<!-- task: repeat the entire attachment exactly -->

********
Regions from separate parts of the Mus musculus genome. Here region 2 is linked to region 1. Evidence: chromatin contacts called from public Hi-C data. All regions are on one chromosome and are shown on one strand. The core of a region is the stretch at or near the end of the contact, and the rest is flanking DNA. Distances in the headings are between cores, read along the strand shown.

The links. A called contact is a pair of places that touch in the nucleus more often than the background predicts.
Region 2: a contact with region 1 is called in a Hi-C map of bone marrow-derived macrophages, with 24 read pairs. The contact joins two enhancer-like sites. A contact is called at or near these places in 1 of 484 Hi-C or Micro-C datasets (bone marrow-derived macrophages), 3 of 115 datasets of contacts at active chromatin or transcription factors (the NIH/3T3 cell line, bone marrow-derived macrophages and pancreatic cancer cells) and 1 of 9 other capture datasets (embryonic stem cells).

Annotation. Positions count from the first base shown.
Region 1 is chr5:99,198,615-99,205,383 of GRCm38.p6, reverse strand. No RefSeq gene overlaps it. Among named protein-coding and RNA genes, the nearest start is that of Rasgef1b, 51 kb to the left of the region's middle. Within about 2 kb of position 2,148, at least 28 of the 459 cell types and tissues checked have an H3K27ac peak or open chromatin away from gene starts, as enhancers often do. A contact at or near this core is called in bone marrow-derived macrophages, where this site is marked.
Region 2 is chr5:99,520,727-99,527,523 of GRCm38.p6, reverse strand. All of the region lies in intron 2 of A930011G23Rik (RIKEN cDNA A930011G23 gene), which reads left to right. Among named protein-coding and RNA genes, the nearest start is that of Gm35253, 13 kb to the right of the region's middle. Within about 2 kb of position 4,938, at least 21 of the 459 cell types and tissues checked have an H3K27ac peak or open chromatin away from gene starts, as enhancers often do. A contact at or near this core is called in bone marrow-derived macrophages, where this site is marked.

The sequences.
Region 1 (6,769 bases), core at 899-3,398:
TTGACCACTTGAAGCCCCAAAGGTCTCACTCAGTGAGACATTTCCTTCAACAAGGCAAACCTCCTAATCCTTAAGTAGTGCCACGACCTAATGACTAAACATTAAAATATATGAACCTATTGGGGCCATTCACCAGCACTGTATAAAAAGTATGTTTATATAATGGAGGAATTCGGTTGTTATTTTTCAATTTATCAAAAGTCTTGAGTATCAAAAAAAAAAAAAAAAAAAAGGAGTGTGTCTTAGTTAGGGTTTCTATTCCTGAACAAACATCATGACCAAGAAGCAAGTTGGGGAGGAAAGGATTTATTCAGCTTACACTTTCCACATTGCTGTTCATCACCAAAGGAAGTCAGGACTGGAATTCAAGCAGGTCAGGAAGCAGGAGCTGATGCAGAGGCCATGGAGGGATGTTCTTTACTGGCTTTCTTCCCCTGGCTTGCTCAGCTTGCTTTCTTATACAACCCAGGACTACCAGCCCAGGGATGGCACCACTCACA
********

Regions from separate parts of the Mus musculus genome. Here region 2 is linked to region 1. Evidence: chromatin contacts called from public Hi-C data. All regions are on one chromosome and are shown on one strand. The core of a region is the stretch at or near the end of the contact, and the rest is flanking DNA. Distances in the headings are between cores, read along the strand shown.

The links. A called contact is a pair of places that touch in the nucleus more often than the background predicts.
Region 2: a contact with region 1 is called in a Hi-C map of bone marrow-derived macrophages, with 24 read pairs. The contact joins two enhancer-like sites. A contact is called at or near these places in 1 of 484 Hi-C or Micro-C datasets (bone marrow-derived macrophages), 3 of 115 datasets of contacts at active chromatin or transcription factors (the NIH/3T3 cell line, bone marrow-derived macrophages and pancreatic cancer cells) and 1 of 9 other capture datasets (embryonic stem cells).

Annotation. Positions count from the first base shown.
Region 1 is chr5:99,198,615-99,205,383 of GRCm38.p6, reverse strand. No RefSeq gene overlaps it. Among named protein-coding and RNA genes, the nearest start is that of Rasgef1b, 51 kb to the left of the region's middle. Within about 2 kb of position 2,148, at least 28 of the 459 cell types and tissues checked have an H3K27ac peak or open chromatin away from gene starts, as enhancers often do. A contact at or near this core is called in bone marrow-derived macrophages, where this site is marked.
Region 2 is chr5:99,520,727-99,527,523 of GRCm38.p6, reverse strand. All of the region lies in intron 2 of A930011G23Rik (RIKEN cDNA A930011G23 gene), which reads left to right. Among named protein-coding and RNA genes, the nearest start is that of Gm35253, 13 kb to the right of the region's middle. Within about 2 kb of position 4,938, at least 21 of the 459 cell types and tissues checked have an H3K27ac peak or open chromatin away from gene starts, as enhancers often do. A contact at or near this core is called in bone marrow-derived macrophages, where this site is marked.

The sequences.
Region 1 (6,769 bases), core at 899-3,398:
TTGACCACTTGAAGCCCCAAAGGTCTCACTCAGTGAGACATTTCCTTCAACAAGGCAAACCTCCTAATCCTTAAGTAGTGCCACGACCTAATGACTAAACATTAAAATATATGAACCTATTGGGGCCATTCACCAGCACTGTATAAAAAGTATGTTTATATAATGGAGGAATTCGGTTGTTATTTTTCAATTTATCAAAAGTCTTGAGTATCAAAAAAAAAAAAAAAAAAAAGGAGTGTGTCTTAGTTAGGGTTTCTATTCCTGAACAAACATCATGACCAAGAAGCAAGTTGGGGAGGAAAGGATTTATTCAGCTTACACTTTCCACATTGCTGTTCATCACCAAAGGAAGTCAGGACTGGAATTCAAGCAGGTCAGGAAGCAGGAGCTGATGCAGAGGCCATGGAGGGATGTTCTTTACTGGCTTTCTTCCCCTGGCTTGCTCAGCTTGCTTTCTTATACAACCCAGGACTACCAGCCCAGGGATGGCACCACTCACA